- Schedule. For booking an appointment with your business.
- Search. For searching for something on your website or app.
- Start trial. For beginning a trial of a product or service you offer.
- Submit application. For submitting an application for a product, service, or program.
- Subscribe. For signing up for a paid product or service.
- View content. For when a visitor visits a landing or product page you care about.
Standard events also support parameters, which let you include additional information about an event, such as:
- Product IDs
- Number of products purchased
- Content type
- Conversion value
Say you want to track events such as scroll depth from a specific category on your website, instead of all pages. You can separate audiences based on their conversion-related activities on your site and further define any Custom Audiences you create.
While custom conversions are tied to a URL (usually for some kind of thank you or completion page), custom events don’t need to be. Instead, conversions can be tracked by adding an additional snippet of code to the page of interest.
Custom events are commonly used to collect more data than a standard event can provide.
4. Dynamic ads
If you run an ecommerce site, you can use the Facebook Pixel to run dynamic ads. These ads, also referred to as catalog sales in your ad account, automatically show products from your catalog based on your target audience.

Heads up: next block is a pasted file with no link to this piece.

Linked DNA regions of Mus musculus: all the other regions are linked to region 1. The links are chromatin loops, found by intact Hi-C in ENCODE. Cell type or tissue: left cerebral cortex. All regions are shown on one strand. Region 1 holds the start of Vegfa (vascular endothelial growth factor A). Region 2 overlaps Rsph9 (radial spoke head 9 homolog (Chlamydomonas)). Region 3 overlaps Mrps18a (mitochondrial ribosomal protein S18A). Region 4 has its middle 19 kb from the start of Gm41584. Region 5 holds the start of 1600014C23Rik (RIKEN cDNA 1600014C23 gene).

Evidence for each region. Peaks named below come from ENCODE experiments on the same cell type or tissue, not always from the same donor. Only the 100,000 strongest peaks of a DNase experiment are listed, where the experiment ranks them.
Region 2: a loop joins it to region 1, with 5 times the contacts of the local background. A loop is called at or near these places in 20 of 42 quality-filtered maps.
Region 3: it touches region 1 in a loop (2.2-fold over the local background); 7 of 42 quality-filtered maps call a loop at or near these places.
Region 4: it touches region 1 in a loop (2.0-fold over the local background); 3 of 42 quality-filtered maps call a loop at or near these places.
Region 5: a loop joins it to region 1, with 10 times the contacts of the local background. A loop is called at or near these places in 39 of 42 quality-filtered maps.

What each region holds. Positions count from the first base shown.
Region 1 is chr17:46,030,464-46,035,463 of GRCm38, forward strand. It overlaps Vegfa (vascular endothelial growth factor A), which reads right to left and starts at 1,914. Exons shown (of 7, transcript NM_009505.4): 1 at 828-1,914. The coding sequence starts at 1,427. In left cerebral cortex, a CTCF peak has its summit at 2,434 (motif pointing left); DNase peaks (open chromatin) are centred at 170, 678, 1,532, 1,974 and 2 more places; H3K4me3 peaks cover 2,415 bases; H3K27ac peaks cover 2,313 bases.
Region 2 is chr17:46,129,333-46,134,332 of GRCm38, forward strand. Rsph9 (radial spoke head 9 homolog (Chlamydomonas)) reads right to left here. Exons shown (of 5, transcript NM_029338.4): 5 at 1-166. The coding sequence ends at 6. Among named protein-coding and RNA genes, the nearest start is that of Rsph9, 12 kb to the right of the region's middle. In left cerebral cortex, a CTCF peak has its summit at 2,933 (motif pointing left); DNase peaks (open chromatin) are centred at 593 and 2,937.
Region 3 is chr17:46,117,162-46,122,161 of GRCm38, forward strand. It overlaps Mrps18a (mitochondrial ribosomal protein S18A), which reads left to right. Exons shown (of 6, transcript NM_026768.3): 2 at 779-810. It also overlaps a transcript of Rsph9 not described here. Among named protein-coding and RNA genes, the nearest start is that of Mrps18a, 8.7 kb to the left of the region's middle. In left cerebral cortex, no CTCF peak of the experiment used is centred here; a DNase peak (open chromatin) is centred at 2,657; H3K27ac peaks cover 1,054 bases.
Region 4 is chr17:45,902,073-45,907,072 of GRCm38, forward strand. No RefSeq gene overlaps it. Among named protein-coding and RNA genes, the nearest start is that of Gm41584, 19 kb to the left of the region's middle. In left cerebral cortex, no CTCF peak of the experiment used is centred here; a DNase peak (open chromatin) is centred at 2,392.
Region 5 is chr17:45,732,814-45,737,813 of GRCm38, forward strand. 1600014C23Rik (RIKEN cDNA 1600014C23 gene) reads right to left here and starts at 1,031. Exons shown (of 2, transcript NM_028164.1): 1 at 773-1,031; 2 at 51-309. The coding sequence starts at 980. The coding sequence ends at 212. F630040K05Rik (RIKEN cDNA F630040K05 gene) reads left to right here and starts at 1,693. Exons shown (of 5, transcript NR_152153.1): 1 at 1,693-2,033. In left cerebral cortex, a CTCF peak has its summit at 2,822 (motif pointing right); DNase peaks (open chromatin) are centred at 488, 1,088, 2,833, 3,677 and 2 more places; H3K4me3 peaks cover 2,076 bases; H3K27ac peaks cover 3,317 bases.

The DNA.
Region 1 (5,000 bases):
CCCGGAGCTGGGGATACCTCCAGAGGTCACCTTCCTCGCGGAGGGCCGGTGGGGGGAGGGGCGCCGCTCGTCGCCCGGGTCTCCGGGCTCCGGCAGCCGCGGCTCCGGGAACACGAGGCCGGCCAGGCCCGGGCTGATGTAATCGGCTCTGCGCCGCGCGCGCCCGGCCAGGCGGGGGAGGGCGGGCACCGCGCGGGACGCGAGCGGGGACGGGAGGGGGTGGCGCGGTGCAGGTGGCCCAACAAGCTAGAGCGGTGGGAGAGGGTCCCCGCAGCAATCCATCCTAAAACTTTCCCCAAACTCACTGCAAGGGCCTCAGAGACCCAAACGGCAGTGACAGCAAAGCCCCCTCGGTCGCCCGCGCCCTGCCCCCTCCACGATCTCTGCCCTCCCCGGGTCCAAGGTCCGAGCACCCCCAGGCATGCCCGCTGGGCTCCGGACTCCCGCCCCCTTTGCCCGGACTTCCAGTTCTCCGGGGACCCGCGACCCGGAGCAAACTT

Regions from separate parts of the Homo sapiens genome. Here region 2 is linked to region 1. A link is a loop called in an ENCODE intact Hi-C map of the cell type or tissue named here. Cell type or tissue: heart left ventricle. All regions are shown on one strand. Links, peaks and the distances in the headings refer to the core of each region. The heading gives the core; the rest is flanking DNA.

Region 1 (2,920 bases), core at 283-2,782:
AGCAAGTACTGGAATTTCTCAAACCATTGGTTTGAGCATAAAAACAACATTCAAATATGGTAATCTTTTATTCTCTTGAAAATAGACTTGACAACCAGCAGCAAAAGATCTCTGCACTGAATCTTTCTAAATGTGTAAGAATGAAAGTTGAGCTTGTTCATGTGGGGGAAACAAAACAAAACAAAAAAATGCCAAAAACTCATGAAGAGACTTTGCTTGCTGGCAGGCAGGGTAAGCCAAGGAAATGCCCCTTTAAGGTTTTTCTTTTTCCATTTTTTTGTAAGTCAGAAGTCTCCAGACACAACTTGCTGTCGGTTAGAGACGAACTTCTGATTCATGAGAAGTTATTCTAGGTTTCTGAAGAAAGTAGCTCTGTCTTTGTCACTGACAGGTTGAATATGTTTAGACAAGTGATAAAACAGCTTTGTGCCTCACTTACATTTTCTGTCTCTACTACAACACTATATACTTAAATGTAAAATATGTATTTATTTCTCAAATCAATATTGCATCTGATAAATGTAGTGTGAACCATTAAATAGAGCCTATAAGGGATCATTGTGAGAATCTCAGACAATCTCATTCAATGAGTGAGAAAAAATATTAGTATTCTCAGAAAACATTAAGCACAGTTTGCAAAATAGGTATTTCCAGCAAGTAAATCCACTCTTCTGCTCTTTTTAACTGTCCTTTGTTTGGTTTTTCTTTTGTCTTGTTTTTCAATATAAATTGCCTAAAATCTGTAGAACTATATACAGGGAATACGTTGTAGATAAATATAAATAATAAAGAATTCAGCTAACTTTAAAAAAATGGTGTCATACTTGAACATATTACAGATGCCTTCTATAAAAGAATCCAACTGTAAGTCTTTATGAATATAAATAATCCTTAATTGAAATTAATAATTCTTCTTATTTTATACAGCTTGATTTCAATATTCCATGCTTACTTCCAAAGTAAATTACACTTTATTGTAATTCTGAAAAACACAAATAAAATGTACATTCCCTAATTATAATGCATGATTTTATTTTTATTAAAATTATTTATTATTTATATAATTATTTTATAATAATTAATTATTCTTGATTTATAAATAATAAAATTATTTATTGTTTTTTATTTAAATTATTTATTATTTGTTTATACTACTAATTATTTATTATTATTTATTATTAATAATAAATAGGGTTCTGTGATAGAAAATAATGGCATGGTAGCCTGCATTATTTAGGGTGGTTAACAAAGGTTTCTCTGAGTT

If your business has thousands of products, creating individual ads based on specific pages visited and actions taken may not be an efficient option. Instead, you can create dynamic ad templates so that what a potential customer sees will depend on their behavior.
Take 9Five for example. The luxury eyewear retailer wanted to increase global sales and reach new customers.
To achieve this, they used data gathered from the Facebook Pixel to build a custom audience of people who viewed at least one product on their ecommerce website but didn’t buy anything. They then target a dynamic ad, which is filled with the image of one of the products each individual person viewed, to this specific audience.
The ads displayed a lifestyle image from the company website and ad copy that changed based on different locations and promotions. For example, 9Five targeted dynamic ads to its Canadian lookalike audience to promote a 20%-off site-wide sale for the Labour Day holiday.
9Five runs an ongoing campaign, which began in August 2017, and achieves:
- 3.8x return on ad spend
- 40% lower cost per acquisition
- 2.6x lift in return on ad spend
All thanks to the Facebook Pixel.
5. Conversion optimization
If you don’t use standard events or custom conversions to track events on your website, you can’t optimize for conversions. You can optimize for traffic, link clicks, or video views, but those metrics don’t always mean more sales.
When you install the pixel, Facebook knows what a conversion is for your business and will target ads to people more likely to convert.